The first surprise was when we met her at the office. She told us that out of the 18 we identified, three would be unavailable because they already had accepted offers. That left us with 15, another one which had an offer on it that morning.

Okay, so we go off to see the places. I’ll spare you the details of each, and instead give you guys the highlights. Reasons for passing on these places included:

  • Obvious water damage in the basement
  • A slant so bad that it felt like you were downhill skiing
  • A house with shag carpet and the oddest smell you can imagine
  • The bottom two feet of drywall ripped out because of flooding
  • A house with a giant bong on the coffee table
  • Mold in the basement
  • A hump in the concrete so big that the owners cut out the metal support posts to ensure the whole house didn’t bulge up
  • And etcetera

Out of the 15 listings, we found two we actually liked the inside of, but were in crummy neighborhoods. And they were the two houses that were above our $250,000 threshold.

So what now?

There was one house that had a decent enough upstairs and just needed some work downstairs, including new carpet throughout and some paint. It probably needs some other work too, but we felt like it had good bones, y’know? It was right at the top of our price range, but we need a place to live. So we submitted an offer at 0.5% under the asking price. Fingers crossed!

Just kidding. I actually threw up in my mouth a little typing that last paragraph. Here’s what we’re really doing.

First off, we’re not looking at places until the market slows down again. I’ll be damned if I’m going to compete with somebody who’s just looking at how much it costs each month with a down payment from mommy and daddy burning a hole in his pocket. When asked, I told our Realtor that I wasn’t interested in getting email updates. I’ll probably delete the app from my phone. Getting involved in a market like this tends to only end badly.

One of the reasons why I like small towns is because the cost of living is so much lower than large cities. By shelling out a quarter of a million on something that has serious issues, I’m falling into the same trap as the average homebuyer in Toronto or Vancouver. Those of you in larger centers will scoff at me not wanting to pay $300,000 for something I view as reasonable, but the whole reason why I want to live in a small town is so I don’t have to pay 300 large for a g.d. house. I refuse to accept that this is the “new reality,” or whatever is the buzzword surrounding this insanity.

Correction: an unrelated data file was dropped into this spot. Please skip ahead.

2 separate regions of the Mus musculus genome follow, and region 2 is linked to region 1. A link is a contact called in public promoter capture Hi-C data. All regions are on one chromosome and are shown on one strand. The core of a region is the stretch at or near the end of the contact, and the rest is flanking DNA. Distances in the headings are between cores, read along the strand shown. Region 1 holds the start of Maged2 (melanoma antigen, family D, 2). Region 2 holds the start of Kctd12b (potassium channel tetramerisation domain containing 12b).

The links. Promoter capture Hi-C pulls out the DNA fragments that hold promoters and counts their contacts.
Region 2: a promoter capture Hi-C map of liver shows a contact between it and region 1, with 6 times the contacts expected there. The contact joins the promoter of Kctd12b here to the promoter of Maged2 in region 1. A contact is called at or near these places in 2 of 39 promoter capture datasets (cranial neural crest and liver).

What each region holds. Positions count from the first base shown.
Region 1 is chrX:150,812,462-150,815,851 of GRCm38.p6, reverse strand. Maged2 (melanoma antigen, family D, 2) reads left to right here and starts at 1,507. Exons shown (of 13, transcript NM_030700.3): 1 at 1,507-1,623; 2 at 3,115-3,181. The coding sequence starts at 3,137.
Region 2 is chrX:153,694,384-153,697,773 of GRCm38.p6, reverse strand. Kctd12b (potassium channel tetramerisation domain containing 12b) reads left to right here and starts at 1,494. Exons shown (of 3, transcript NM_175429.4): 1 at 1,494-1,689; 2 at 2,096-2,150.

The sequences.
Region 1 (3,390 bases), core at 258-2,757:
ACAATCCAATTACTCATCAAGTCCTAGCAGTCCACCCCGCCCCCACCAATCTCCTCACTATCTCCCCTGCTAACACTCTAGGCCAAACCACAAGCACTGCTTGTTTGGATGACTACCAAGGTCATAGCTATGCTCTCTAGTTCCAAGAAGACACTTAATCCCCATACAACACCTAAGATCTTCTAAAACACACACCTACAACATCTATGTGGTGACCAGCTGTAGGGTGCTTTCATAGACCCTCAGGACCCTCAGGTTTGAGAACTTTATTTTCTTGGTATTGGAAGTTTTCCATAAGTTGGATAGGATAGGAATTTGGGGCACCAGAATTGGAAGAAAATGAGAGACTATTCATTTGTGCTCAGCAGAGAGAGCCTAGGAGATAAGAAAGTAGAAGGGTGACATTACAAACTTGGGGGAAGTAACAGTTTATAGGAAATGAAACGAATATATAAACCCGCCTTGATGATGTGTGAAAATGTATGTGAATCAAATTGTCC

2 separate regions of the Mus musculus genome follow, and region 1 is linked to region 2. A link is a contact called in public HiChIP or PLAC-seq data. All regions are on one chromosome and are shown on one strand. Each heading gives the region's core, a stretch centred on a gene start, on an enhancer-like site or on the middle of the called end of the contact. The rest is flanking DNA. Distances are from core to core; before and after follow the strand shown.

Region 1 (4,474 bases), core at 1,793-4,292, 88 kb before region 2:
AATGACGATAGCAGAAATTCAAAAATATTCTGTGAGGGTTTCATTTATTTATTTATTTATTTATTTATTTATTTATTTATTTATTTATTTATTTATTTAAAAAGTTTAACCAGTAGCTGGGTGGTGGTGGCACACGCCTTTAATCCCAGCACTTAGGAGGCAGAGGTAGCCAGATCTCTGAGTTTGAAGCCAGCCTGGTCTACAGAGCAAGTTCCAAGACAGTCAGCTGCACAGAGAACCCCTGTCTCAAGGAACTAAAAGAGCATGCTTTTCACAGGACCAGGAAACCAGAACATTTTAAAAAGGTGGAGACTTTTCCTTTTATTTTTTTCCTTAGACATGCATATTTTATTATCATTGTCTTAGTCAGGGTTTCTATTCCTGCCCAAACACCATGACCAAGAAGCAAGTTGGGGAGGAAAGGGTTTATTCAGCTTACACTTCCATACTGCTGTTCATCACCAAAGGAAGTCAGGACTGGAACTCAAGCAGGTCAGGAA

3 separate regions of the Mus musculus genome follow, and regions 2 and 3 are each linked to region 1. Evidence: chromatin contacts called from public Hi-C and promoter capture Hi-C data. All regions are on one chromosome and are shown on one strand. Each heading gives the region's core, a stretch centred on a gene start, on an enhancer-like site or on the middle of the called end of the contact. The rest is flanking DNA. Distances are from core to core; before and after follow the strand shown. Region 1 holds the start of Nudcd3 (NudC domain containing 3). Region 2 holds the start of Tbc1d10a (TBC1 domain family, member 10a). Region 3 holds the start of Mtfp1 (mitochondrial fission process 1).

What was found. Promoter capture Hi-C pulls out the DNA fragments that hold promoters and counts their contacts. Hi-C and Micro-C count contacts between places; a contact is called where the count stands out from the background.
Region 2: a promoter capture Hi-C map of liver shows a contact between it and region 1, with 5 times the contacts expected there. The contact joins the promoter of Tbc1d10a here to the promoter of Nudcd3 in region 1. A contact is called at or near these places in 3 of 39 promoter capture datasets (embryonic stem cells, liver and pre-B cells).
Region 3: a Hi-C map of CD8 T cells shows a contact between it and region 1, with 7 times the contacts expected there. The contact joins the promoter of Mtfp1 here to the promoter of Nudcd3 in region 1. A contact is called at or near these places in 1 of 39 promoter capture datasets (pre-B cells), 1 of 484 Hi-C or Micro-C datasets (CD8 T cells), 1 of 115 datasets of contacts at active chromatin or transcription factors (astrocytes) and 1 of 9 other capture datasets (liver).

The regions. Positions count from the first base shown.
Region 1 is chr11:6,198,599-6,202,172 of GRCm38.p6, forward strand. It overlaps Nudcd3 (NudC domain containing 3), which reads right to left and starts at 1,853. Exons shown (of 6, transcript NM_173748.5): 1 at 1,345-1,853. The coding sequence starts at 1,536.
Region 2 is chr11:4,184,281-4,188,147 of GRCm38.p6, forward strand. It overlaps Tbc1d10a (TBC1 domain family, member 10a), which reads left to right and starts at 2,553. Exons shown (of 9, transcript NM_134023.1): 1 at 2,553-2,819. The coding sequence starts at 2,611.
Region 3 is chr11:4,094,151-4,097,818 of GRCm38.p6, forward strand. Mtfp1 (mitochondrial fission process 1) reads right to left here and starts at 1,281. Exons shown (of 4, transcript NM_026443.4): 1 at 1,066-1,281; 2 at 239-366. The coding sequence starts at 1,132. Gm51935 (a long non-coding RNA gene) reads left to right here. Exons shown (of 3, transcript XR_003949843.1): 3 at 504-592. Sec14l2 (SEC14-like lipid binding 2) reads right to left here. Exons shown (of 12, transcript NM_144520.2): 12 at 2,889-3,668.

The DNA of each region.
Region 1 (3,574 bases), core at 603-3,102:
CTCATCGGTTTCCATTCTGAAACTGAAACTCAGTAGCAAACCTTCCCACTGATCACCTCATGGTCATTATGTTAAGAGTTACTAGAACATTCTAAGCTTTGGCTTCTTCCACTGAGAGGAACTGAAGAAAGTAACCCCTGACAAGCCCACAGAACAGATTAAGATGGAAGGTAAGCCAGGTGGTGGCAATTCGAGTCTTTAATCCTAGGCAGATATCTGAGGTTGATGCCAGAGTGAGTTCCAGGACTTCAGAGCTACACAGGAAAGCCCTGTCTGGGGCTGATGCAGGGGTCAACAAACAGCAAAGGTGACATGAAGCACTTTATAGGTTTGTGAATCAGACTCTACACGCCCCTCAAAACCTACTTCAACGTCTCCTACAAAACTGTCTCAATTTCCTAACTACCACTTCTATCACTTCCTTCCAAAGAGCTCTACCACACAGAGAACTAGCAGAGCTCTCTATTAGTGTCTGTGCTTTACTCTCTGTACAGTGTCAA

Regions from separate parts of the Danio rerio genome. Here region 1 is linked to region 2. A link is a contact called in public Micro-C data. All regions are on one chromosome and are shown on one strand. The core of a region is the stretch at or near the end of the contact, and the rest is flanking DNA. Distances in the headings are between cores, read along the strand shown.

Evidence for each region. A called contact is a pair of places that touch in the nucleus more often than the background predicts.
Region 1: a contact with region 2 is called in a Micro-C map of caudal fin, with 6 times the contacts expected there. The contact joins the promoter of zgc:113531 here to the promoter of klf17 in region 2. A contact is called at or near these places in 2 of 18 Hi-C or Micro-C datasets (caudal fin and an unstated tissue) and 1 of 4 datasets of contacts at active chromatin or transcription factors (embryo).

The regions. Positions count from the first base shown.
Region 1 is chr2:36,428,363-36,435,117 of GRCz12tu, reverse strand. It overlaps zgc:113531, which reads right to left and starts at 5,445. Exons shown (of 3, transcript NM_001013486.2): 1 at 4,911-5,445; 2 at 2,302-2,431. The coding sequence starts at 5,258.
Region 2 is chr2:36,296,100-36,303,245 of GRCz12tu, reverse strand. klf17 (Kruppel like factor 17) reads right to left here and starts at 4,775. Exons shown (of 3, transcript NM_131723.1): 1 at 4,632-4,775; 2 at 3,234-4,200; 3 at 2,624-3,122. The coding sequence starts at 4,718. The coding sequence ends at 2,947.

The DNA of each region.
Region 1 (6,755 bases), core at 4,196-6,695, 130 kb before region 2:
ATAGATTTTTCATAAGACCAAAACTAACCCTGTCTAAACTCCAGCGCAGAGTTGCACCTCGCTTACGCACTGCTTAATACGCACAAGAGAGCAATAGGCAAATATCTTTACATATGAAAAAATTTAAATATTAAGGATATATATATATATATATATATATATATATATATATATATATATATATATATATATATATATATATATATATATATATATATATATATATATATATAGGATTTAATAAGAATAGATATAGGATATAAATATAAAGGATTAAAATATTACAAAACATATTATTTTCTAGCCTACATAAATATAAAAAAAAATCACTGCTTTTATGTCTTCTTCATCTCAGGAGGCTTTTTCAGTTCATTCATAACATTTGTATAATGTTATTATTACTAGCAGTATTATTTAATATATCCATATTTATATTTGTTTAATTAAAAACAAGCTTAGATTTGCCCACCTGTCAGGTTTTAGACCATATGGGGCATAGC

I wanted to come back and find a nice place to settle down. It looks like that’s not going to happen, at least for a little while. But if I’m patient and values fall 10-15%, I’ll put anywhere from $30,000-$50,000 in my back pocket. For that much money, I think I’m okay with renting for a while longer.

May 182015

“We’re not wearing anything under these robes.”

Oh hey, new graduate.

Congratulations on finally getting yo’ ass a diploma. I know it’s probably attached with an assload of student loan debt, but hey. At least you finished. Imagine being that guy who has a bunch of debt and works at Starbucks who doesn’t even have his degree. At least you have bragging rights.

You might not remember, but delivering these messages is kind of a tradition around here. I did one in 2013, which urged you all to pay off your debt at all costs. I followed it up last year with another one, which said that y’all should work smart and take alternate paths. I’m sure they were all forwarded to dozens and dozens of grads, where they were promptly ignored because if there’s a group of people who think they know it all, it’s 22-year old college grads.